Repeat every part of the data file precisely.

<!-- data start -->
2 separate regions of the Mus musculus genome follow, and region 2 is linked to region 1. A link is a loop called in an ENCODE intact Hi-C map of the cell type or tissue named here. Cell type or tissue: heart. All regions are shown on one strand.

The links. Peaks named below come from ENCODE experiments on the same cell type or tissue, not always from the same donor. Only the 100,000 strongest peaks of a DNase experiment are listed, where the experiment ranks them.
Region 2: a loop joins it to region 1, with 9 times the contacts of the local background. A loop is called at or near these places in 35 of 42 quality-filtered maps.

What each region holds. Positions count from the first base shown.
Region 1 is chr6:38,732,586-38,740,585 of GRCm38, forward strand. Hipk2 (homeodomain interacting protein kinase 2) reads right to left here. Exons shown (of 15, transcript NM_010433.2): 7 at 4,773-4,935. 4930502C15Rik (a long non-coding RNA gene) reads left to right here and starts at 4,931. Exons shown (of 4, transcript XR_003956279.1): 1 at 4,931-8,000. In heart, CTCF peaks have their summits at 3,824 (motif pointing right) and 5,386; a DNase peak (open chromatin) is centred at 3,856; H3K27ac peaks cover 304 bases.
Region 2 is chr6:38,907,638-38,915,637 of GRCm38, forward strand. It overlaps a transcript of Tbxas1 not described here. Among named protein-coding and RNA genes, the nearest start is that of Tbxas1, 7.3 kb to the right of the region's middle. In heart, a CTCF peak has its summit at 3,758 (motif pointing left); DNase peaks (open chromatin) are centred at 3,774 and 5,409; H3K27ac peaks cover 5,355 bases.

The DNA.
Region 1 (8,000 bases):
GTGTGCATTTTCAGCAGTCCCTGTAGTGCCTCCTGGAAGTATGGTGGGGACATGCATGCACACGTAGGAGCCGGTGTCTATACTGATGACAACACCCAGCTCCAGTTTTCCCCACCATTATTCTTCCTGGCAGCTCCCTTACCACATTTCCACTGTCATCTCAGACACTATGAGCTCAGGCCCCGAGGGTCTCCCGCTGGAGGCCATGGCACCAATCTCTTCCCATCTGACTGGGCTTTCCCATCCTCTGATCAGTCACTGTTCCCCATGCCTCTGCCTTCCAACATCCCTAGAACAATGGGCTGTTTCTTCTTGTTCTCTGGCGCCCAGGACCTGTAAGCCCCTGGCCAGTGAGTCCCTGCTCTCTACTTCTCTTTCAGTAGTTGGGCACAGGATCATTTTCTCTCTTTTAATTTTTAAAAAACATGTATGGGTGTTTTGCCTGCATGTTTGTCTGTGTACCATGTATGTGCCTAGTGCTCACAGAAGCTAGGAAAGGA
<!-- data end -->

2 separate regions of the Mus musculus genome follow, and region 2 is linked to region 1. A link is a loop called in an ENCODE intact Hi-C map of the cell type or tissue named here. Cell type or tissue: heart. All regions are shown on one strand.

The links. Peaks named below come from ENCODE experiments on the same cell type or tissue, not always from the same donor. Only the 100,000 strongest peaks of a DNase experiment are listed, where the experiment ranks them.
Region 2: a loop joins it to region 1, with 9 times the contacts of the local background. A loop is called at or near these places in 35 of 42 quality-filtered maps.

What each region holds. Positions count from the first base shown.
Region 1 is chr6:38,732,586-38,740,585 of GRCm38, forward strand. Hipk2 (homeodomain interacting protein kinase 2) reads right to left here. Exons shown (of 15, transcript NM_010433.2): 7 at 4,773-4,935. 4930502C15Rik (a long non-coding RNA gene) reads left to right here and starts at 4,931. Exons shown (of 4, transcript XR_003956279.1): 1 at 4,931-8,000. In heart, CTCF peaks have their summits at 3,824 (motif pointing right) and 5,386; a DNase peak (open chromatin) is centred at 3,856; H3K27ac peaks cover 304 bases.
Region 2 is chr6:38,907,638-38,915,637 of GRCm38, forward strand. It overlaps a transcript of Tbxas1 not described here. Among named protein-coding and RNA genes, the nearest start is that of Tbxas1, 7.3 kb to the right of the region's middle. In heart, a CTCF peak has its summit at 3,758 (motif pointing left); DNase peaks (open chromatin) are centred at 3,774 and 5,409; H3K27ac peaks cover 5,355 bases.

The DNA.
Region 1 (8,000 bases):
GTGTGCATTTTCAGCAGTCCCTGTAGTGCCTCCTGGAAGTATGGTGGGGACATGCATGCACACGTAGGAGCCGGTGTCTATACTGATGACAACACCCAGCTCCAGTTTTCCCCACCATTATTCTTCCTGGCAGCTCCCTTACCACATTTCCACTGTCATCTCAGACACTATGAGCTCAGGCCCCGAGGGTCTCCCGCTGGAGGCCATGGCACCAATCTCTTCCCATCTGACTGGGCTTTCCCATCCTCTGATCAGTCACTGTTCCCCATGCCTCTGCCTTCCAACATCCCTAGAACAATGGGCTGTTTCTTCTTGTTCTCTGGCGCCCAGGACCTGTAAGCCCCTGGCCAGTGAGTCCCTGCTCTCTACTTCTCTTTCAGTAGTTGGGCACAGGATCATTTTCTCTCTTTTAATTTTTAAAAAACATGTATGGGTGTTTTGCCTGCATGTTTGTCTGTGTACCATGTATGTGCCTAGTGCTCACAGAAGCTAGGAAAGGA